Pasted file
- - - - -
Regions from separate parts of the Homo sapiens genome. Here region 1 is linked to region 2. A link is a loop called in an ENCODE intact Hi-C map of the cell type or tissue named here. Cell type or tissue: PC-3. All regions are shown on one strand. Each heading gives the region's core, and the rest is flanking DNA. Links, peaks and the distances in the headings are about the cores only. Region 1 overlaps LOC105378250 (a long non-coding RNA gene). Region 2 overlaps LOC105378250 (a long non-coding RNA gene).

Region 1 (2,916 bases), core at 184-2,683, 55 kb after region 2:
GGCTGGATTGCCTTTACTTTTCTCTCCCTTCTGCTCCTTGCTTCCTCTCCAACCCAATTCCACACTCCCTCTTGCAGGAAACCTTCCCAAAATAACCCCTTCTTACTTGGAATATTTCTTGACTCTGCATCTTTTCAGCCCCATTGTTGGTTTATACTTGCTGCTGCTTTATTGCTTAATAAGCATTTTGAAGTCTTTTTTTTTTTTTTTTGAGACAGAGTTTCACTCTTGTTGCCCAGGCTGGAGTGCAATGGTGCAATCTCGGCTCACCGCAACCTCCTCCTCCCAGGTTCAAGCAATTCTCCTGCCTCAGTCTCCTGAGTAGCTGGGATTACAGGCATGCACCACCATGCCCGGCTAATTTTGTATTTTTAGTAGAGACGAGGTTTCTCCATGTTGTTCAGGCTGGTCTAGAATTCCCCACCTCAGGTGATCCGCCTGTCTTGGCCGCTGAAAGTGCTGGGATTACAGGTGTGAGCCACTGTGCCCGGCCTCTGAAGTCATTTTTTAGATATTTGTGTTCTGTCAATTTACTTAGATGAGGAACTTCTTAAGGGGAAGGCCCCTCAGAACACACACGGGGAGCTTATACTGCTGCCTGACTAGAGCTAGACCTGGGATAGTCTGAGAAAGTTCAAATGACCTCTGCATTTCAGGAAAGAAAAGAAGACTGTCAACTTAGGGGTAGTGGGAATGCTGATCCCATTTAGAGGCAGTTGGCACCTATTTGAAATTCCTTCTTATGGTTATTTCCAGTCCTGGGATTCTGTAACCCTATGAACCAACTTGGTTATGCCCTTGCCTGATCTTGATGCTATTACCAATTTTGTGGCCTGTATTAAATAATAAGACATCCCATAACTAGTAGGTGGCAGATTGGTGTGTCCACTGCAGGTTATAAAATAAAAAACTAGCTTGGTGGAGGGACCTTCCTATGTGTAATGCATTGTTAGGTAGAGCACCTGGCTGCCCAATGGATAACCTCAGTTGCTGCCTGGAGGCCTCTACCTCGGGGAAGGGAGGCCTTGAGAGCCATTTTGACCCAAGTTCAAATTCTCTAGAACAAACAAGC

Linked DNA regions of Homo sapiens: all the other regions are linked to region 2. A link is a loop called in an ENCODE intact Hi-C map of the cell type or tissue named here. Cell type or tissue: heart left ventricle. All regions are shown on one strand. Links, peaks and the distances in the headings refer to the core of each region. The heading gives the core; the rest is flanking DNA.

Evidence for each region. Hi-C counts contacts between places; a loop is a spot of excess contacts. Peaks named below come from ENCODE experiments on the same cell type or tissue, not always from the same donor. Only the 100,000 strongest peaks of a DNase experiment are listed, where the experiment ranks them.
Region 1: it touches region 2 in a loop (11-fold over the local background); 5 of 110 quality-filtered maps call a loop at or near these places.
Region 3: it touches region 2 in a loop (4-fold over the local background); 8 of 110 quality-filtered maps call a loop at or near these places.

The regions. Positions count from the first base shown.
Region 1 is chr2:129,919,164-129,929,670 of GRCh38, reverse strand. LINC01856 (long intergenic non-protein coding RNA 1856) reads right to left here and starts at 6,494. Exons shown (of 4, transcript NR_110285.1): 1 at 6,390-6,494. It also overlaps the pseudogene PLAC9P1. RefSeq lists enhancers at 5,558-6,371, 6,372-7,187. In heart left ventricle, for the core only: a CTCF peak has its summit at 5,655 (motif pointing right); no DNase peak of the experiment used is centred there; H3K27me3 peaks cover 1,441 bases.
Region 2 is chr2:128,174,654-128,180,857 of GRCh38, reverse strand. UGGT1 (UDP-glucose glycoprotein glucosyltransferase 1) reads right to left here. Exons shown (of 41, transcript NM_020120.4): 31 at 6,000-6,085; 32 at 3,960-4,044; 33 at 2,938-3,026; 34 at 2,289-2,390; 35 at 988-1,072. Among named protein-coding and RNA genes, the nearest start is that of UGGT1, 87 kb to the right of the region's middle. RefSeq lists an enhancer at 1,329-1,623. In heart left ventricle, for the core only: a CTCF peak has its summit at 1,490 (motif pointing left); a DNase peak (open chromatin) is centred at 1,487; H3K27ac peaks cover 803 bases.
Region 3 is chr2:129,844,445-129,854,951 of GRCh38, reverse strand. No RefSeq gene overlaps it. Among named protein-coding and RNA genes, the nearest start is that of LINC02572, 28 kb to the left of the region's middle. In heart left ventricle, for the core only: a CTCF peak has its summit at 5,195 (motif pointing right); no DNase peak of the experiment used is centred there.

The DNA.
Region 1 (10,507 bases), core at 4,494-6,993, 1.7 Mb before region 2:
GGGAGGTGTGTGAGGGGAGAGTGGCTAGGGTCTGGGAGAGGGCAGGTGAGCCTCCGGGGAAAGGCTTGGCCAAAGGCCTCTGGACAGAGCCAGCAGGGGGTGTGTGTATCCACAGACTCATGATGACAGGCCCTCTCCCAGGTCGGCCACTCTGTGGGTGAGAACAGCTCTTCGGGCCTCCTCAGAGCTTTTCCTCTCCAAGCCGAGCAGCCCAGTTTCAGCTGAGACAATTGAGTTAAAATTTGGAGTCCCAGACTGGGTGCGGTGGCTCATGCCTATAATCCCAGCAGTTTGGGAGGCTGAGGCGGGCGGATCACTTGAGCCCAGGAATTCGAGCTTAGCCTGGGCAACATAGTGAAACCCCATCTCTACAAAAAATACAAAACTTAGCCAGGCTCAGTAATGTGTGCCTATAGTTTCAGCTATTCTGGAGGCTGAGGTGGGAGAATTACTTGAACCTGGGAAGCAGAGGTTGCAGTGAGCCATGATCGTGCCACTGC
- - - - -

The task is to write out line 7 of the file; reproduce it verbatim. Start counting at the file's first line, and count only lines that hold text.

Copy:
Region 3: it touches region 2 in a loop (4-fold over the local background); 8 of 110 quality-filtered maps call a loop at or near these places.